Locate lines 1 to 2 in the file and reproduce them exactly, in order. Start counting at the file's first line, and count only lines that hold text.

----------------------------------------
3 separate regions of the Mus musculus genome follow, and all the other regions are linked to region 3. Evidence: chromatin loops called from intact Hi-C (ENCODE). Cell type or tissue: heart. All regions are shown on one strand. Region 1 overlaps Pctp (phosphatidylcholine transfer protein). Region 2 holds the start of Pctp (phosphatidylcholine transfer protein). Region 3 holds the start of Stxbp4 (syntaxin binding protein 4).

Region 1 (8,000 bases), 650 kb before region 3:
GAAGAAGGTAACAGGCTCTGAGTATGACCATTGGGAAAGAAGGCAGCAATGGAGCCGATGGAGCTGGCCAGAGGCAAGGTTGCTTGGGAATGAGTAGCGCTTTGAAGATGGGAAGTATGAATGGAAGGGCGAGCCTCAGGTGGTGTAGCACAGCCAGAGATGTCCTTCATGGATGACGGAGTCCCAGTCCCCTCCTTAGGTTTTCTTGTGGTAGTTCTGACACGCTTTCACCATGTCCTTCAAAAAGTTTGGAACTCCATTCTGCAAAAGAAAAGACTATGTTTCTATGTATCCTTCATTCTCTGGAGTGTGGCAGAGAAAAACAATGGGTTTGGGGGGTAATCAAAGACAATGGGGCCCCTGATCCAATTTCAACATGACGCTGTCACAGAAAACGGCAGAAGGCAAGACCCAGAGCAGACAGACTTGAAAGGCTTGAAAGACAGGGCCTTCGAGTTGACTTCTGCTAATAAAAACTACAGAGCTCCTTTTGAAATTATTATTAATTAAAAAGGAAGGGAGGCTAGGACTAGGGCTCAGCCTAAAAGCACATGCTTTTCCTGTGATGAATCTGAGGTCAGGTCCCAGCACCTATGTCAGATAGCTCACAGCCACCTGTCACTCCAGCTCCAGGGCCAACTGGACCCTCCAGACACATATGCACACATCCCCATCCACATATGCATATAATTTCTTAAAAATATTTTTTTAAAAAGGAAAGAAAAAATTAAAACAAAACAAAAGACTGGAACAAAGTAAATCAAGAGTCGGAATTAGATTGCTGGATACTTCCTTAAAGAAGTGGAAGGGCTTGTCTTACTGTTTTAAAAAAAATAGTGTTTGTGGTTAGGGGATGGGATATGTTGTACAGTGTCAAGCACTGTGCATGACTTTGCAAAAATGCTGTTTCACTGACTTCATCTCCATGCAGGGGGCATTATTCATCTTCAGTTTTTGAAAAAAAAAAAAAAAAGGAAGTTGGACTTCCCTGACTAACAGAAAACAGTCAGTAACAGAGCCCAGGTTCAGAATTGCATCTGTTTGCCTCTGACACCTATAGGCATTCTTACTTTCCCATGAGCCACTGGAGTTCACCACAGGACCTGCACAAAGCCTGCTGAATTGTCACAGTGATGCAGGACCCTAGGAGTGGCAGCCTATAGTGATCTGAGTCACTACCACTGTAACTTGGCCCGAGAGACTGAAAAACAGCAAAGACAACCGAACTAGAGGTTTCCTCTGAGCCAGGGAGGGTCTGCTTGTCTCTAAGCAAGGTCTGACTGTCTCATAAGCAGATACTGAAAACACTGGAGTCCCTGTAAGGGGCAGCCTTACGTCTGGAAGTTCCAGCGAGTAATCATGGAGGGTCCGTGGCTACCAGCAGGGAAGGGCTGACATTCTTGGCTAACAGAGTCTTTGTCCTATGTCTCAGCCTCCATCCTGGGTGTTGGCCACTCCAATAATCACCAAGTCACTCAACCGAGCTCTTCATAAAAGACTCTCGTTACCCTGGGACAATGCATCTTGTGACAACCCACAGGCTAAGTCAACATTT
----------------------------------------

3 separate regions of the Mus musculus genome follow, and all the other regions are linked to region 3. Evidence: chromatin loops called from intact Hi-C (ENCODE). Cell type or tissue: heart. All regions are shown on one strand. Region 1 overlaps Pctp (phosphatidylcholine transfer protein). Region 2 holds the start of Pctp (phosphatidylcholine transfer protein). Region 3 holds the start of Stxbp4 (syntaxin binding protein 4).

Region 1 (8,000 bases), 650 kb before region 3: